In Hindu philosophy, turiya (Sanskrit?, meaning "the fourth") or chaturiya, chaturtha, is pure consciousness. Turiya is the background that underlies and pervades the three common states of consciousness. The three common states of consciousness are: waking state, dreaming state, and dreamless deep sleep.[web 1][web 2]
Turiya is discussed in Verse 7 of the Mandukya Upanishad; however, the idea is found in the oldest Upanishads. For example, Chapters 8.7 through 8.12 of Chandogya Upanishad discuss the "four states of consciousness" as awake, dream-filled sleep, deep sleep, and beyond deep sleep. Similarly, Brihadaranyaka Upanishad, in chapter 5.14 discusses Turiya state, as does Maitri Upanishad in sections 6.19 and 7.11.
Verse VII of the Mandukya Upanishad describes Turiya:
Not inwardly cognitive, nor outwardly cognitive, not both-wise cognitive,
not a cognition-mass, not cognitive, not non-cognitive,
unseen, with which there can be no dealing, ungraspable, having no distinctive mark,
non-thinkable, that cannot be designated, the essence of assurance,
of which is the state of being one with the Self
the cessation of development, tranquil, benign, without a second,
such they think is the fourth. He is the Self (Atman). He should be discerned.-- Mandukya Upanishad 7, 
Advaita posits three states of consciousness, namely waking (jagrat), dreaming (svapna), deep sleep (su?upti), which are empirically experienced by human beings, and correspond to the Three Bodies Doctrine:
Advaita also posits the fourth state of Turiya, which some describe as pure consciousness, the background that underlies and transcends these three common states of consciousness.[web 1][web 2] Turiya is the state of liberation, where according to the Advaita school, one experiences the infinite (ananta) and non-different (advaita/abheda), that is free from the dualistic experience, the state in which ajativada, non-origination, is apprehended. According to Candradhara Sarma, Turiya state is where the foundational Self is realized, it is measureless, neither cause nor effect, all pervading, without suffering, blissful, changeless, self-luminous, real, immanent in all things and transcendent. Those who have experienced the Turiya stage of self-consciousness have reached the pure awareness of their own non-dual Self as one with everyone and everything, for them the knowledge, the knower, the known becomes one, they are the Jivanmukta.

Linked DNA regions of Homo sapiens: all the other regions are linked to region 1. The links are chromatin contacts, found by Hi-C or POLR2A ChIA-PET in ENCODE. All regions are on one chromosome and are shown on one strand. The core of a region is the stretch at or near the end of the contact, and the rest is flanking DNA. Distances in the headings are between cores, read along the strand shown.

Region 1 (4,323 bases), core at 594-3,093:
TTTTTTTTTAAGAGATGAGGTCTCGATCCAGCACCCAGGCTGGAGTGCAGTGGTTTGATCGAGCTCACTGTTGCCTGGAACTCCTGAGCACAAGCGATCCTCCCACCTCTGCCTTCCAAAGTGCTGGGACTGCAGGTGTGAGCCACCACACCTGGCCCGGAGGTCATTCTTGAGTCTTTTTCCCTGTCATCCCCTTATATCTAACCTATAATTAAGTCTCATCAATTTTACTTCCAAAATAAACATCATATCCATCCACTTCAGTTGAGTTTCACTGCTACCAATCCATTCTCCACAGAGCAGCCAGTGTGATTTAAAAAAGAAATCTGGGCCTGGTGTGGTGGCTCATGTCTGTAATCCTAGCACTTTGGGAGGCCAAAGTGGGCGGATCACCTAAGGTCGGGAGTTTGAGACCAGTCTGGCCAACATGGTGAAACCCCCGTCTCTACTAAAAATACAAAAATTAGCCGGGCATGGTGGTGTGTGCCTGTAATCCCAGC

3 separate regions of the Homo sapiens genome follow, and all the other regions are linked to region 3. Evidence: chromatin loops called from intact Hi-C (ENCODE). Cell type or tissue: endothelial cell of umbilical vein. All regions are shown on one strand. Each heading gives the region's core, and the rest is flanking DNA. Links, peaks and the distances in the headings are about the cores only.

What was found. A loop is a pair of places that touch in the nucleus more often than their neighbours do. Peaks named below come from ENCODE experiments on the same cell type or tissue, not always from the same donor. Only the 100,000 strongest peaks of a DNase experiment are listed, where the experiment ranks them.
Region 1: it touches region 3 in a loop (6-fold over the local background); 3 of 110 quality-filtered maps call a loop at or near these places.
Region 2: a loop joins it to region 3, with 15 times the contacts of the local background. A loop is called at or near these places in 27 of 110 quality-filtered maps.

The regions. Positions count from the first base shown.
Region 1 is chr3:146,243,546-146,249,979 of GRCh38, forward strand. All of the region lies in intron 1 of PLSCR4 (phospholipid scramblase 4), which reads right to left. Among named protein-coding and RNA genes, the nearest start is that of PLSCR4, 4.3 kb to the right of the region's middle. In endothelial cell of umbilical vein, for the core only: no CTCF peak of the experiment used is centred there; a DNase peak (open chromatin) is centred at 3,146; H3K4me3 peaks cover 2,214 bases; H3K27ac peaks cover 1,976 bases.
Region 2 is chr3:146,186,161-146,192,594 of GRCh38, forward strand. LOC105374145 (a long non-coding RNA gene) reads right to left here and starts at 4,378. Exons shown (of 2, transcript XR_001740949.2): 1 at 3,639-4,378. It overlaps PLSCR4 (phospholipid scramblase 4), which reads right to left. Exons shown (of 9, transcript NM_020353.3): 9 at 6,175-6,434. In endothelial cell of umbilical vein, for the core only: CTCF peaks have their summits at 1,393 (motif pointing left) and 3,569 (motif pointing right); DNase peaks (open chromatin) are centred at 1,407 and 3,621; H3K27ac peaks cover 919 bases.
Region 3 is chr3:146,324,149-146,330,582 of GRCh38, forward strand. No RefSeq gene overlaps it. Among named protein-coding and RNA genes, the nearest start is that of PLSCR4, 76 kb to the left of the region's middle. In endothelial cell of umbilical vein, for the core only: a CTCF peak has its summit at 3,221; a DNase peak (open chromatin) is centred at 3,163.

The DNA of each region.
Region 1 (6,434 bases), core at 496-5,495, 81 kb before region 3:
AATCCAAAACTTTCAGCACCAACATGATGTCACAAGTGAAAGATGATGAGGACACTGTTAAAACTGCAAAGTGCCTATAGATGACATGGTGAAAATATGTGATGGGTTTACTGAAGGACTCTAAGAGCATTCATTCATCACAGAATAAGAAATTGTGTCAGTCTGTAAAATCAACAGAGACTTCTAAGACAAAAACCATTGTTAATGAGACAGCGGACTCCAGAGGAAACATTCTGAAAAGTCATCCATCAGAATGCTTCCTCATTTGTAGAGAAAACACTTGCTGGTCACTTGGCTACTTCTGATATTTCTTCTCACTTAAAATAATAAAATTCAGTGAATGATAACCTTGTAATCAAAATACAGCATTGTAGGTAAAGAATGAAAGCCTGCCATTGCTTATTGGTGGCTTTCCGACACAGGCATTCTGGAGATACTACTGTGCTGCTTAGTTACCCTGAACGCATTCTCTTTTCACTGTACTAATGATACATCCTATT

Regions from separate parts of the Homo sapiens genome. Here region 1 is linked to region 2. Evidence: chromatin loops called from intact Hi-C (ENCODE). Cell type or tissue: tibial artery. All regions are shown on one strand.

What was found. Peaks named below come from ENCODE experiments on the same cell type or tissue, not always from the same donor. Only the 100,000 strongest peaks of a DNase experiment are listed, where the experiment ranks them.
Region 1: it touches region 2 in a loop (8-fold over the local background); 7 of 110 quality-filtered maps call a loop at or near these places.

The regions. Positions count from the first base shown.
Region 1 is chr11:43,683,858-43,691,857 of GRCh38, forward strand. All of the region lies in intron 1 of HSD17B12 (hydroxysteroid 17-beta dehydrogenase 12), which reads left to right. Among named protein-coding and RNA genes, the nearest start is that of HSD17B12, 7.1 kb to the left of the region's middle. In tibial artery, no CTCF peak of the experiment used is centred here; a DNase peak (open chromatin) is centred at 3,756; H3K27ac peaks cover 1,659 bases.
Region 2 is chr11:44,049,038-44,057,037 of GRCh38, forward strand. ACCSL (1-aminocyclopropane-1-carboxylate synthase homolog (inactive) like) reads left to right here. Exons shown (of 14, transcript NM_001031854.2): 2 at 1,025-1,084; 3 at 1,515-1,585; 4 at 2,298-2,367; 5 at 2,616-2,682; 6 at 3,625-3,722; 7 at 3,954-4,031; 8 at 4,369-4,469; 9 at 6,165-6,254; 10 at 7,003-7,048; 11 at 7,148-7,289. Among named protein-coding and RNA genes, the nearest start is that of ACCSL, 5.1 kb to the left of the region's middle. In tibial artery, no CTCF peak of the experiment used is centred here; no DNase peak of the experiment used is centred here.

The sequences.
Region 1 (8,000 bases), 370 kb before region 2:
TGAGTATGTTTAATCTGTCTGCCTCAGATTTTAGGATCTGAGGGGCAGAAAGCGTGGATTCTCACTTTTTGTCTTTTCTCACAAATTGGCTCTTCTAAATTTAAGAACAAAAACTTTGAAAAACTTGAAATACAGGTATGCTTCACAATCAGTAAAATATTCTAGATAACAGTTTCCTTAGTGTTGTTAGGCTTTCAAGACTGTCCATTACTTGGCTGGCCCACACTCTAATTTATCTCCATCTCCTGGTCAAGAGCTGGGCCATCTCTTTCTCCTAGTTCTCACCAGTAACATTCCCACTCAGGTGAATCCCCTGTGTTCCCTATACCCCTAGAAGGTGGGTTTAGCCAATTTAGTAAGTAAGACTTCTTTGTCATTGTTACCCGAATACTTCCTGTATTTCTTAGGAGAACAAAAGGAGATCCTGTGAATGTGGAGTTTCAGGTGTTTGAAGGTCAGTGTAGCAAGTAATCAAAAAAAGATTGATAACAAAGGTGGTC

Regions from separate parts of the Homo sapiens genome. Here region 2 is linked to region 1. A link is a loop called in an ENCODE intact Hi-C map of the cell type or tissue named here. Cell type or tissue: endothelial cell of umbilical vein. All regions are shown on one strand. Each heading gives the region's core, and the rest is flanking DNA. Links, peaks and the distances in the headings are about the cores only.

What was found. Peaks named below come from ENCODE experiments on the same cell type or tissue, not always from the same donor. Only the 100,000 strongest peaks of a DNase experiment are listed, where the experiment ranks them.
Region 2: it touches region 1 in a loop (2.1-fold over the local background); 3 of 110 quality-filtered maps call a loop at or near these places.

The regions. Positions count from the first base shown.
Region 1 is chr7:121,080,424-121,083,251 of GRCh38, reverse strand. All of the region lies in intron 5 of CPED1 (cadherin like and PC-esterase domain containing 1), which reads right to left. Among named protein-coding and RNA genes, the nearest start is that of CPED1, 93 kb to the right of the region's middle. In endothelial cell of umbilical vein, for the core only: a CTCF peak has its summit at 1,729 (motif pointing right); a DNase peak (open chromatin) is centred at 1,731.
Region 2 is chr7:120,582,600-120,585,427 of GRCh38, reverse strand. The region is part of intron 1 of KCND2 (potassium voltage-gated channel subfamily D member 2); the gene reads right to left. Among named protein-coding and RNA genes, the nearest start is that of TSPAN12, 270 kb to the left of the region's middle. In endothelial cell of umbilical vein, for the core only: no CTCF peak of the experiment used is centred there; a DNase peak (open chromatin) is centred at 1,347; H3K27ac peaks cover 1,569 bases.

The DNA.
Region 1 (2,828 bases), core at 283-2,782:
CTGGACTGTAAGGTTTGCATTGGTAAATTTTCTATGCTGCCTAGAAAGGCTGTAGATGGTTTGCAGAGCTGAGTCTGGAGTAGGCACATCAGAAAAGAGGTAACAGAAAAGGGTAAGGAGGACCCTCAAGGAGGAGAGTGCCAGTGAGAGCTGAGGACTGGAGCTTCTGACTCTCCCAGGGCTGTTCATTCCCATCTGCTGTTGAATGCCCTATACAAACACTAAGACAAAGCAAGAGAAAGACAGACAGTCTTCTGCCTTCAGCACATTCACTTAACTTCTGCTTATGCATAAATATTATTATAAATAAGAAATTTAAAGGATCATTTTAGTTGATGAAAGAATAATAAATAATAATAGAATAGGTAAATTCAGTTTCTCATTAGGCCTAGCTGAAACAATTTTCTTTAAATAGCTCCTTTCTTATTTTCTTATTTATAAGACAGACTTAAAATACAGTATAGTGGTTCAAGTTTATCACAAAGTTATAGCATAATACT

Advaita traces the foundation of this ontological theory in more ancient Sanskrit texts. For example, chapters 8.7 through 8.12 of Chandogya Upanishad discuss the "four states of consciousness" as awake, dream-filled sleep, deep sleep, and beyond deep sleep. One of the earliest mentions of Turiya, in the Hindu scriptures, occurs in verse 5.14.3 of the Brihadaranyaka Upanishad. The idea is also discussed in other early Upanishads.
Gaudapada (ca. 7th century) was an early guru in the Advaita Vedanta. Gaudapada is traditionally said to have been the grand-guru of the great teacher, Adi Shankara, one of the most important figures in Hindu philosophy. Gaudapada is believed to be the founder of Shri Gaudapadacharya Math, and the author or compiler of the Mukya K?rik?.